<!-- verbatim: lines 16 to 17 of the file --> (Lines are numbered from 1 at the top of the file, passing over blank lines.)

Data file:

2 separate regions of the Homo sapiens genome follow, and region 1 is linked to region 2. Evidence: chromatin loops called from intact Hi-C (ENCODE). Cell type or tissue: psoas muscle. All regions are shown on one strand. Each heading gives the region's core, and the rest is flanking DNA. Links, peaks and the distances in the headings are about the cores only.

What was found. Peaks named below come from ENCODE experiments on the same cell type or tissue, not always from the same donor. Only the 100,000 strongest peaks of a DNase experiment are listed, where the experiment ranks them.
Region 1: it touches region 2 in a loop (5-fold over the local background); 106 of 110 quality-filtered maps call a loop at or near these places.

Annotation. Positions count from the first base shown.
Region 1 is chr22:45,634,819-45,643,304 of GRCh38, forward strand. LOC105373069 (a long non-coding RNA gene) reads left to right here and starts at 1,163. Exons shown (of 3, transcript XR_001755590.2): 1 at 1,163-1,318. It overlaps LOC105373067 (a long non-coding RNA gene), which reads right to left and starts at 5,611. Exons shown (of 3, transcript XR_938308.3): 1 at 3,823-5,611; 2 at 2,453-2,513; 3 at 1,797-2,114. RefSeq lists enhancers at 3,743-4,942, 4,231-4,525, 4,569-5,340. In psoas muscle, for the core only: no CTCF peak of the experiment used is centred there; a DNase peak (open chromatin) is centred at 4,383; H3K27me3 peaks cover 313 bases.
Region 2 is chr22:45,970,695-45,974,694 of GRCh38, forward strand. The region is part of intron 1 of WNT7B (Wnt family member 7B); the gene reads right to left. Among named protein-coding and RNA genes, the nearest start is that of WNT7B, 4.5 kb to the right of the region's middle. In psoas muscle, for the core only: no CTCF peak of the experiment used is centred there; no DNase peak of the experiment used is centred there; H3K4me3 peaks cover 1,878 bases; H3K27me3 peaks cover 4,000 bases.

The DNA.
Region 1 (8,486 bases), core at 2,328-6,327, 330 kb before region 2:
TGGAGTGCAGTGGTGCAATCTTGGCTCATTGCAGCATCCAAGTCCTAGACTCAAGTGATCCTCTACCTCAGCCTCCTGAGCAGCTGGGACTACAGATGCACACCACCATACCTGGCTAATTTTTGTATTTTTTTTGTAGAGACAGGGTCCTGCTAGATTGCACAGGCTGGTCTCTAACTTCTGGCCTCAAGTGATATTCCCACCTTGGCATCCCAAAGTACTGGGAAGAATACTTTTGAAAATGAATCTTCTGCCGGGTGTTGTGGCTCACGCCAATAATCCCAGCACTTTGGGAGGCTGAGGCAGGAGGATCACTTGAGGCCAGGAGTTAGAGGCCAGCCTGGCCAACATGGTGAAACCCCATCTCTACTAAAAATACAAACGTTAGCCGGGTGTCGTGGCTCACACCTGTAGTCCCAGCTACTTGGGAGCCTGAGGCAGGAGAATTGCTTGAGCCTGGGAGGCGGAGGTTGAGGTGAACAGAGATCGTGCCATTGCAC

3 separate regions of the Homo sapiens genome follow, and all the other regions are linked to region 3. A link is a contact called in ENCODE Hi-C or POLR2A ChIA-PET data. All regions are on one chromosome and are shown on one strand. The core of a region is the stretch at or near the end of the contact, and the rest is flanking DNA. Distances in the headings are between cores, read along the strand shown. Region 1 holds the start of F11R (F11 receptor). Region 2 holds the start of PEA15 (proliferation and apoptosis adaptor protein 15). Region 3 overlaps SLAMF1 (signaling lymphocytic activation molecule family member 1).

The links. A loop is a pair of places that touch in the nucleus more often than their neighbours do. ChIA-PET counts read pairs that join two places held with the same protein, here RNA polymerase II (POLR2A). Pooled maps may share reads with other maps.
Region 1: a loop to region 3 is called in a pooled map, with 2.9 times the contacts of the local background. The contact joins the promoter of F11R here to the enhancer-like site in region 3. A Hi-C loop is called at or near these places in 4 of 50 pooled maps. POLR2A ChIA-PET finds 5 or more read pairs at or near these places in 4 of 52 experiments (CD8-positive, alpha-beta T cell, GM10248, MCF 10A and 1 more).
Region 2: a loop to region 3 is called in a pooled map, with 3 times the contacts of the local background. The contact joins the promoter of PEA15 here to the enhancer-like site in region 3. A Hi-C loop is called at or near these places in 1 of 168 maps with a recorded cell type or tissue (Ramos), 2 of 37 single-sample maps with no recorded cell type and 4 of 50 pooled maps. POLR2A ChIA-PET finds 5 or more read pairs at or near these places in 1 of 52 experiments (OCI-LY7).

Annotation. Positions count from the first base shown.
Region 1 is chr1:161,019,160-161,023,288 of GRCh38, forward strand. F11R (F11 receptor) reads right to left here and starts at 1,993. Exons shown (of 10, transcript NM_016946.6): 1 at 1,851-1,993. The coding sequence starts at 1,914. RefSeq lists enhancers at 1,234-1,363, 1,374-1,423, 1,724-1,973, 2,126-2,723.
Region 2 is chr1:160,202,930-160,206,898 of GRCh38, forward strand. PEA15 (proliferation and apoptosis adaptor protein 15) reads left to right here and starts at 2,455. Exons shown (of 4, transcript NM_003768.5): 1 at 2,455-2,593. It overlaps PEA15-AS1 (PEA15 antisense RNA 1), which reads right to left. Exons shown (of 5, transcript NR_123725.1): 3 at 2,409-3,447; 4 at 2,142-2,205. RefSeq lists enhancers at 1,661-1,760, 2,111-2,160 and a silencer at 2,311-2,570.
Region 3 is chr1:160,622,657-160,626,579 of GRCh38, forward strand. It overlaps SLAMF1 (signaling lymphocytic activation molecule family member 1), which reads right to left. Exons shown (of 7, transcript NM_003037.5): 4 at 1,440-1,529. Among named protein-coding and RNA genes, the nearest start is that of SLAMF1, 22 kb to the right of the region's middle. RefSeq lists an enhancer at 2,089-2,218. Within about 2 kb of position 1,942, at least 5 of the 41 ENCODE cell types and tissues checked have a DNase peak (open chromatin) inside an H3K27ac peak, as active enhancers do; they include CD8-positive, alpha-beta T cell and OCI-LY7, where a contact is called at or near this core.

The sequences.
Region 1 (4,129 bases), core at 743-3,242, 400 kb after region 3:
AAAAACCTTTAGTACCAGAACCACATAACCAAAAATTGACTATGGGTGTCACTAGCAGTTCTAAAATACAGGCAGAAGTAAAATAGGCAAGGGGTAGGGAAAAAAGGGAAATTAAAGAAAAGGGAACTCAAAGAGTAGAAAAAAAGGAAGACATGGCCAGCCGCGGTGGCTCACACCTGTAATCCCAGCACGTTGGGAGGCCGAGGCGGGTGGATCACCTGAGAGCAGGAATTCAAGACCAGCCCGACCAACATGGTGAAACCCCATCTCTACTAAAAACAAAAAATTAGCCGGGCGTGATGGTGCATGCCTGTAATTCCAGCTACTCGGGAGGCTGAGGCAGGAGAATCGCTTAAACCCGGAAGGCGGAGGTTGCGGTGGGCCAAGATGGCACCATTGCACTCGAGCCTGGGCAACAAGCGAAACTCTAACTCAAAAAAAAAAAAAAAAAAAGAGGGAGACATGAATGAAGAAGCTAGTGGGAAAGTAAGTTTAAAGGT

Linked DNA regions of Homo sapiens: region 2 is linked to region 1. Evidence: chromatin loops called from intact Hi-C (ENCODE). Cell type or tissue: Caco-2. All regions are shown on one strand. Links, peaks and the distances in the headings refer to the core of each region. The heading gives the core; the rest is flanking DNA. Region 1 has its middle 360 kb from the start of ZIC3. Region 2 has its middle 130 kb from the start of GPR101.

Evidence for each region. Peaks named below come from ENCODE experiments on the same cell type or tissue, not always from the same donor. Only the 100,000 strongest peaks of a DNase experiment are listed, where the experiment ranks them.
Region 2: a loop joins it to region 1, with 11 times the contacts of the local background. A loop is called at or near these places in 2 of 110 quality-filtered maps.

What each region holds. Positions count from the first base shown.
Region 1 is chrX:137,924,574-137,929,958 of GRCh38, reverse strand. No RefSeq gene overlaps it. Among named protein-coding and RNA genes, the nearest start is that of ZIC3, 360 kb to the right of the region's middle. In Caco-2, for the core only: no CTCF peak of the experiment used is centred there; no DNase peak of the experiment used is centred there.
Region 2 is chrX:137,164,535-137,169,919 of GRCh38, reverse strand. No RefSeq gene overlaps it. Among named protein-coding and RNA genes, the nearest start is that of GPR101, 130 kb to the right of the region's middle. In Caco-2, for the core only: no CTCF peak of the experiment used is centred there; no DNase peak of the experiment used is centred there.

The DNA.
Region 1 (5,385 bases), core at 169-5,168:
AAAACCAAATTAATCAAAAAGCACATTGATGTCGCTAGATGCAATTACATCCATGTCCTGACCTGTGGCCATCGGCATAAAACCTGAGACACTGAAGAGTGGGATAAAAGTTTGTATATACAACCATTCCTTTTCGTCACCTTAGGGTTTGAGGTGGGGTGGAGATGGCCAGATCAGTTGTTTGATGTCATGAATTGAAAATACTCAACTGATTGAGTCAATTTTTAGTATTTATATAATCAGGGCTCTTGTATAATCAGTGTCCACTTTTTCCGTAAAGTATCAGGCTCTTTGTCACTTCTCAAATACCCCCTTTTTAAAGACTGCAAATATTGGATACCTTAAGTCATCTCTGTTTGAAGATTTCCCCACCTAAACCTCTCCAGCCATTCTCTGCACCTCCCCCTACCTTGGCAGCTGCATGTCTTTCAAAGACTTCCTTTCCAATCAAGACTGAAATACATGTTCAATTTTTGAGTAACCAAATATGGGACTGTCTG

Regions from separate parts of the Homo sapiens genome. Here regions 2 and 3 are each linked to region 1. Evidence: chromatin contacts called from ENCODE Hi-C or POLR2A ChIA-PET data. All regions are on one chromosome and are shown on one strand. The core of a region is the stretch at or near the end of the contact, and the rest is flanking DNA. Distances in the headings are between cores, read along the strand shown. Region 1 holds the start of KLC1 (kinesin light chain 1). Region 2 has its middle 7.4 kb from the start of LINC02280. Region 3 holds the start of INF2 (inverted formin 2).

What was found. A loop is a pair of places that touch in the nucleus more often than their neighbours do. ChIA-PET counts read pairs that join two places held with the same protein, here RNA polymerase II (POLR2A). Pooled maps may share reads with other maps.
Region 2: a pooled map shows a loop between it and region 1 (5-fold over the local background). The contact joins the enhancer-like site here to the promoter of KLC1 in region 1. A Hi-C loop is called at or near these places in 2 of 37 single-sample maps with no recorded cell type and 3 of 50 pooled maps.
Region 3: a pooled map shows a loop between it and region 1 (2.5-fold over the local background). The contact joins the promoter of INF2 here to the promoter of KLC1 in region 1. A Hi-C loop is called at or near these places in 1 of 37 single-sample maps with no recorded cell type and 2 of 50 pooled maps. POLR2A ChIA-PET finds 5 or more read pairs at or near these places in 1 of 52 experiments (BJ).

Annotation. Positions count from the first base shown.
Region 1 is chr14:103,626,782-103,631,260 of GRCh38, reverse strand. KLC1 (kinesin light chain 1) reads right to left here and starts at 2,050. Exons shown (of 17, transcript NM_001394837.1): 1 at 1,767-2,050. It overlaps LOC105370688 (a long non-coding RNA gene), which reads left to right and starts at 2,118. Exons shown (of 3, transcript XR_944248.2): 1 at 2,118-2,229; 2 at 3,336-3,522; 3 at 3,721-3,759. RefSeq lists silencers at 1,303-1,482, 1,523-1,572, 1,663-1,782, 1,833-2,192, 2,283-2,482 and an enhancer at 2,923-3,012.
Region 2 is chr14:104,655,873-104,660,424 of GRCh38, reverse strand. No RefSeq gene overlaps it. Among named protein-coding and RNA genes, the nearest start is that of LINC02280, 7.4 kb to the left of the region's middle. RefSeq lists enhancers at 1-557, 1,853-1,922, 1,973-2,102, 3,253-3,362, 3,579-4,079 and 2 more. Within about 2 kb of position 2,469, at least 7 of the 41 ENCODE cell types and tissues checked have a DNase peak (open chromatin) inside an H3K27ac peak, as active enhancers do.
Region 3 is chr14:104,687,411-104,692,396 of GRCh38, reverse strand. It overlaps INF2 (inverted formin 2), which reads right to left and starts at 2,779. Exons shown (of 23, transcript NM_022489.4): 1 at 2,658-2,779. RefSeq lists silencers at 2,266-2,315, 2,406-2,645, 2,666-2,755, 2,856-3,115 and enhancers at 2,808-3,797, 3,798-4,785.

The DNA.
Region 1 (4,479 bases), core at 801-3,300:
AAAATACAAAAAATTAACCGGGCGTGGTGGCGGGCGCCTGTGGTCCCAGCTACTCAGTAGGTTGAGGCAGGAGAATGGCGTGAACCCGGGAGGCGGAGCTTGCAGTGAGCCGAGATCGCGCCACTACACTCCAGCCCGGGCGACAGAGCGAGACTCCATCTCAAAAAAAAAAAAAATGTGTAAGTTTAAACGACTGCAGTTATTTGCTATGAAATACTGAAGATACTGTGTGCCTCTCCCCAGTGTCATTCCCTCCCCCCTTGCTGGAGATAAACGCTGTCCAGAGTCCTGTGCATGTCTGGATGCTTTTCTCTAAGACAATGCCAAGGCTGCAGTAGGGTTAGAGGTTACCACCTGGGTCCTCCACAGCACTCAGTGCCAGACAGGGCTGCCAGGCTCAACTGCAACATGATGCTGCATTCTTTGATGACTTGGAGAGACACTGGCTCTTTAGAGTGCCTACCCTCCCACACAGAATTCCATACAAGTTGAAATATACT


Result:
Region 2 is chr1:160,202,930-160,206,898 of GRCh38, forward strand. PEA15 (proliferation and apoptosis adaptor protein 15) reads left to right here and starts at 2,455. Exons shown (of 4, transcript NM_003768.5): 1 at 2,455-2,593. It overlaps PEA15-AS1 (PEA15 antisense RNA 1), which reads right to left. Exons shown (of 5, transcript NR_123725.1): 3 at 2,409-3,447; 4 at 2,142-2,205. RefSeq lists enhancers at 1,661-1,760, 2,111-2,160 and a silencer at 2,311-2,570.
Region 3 is chr1:160,622,657-160,626,579 of GRCh38, forward strand. It overlaps SLAMF1 (signaling lymphocytic activation molecule family member 1), which reads right to left. Exons shown (of 7, transcript NM_003037.5): 4 at 1,440-1,529. Among named protein-coding and RNA genes, the nearest start is that of SLAMF1, 22 kb to the right of the region's middle. RefSeq lists an enhancer at 2,089-2,218. Within about 2 kb of position 1,942, at least 5 of the 41 ENCODE cell types and tissues checked have a DNase peak (open chromatin) inside an H3K27ac peak, as active enhancers do; they include CD8-positive, alpha-beta T cell and OCI-LY7, where a contact is called at or near this core.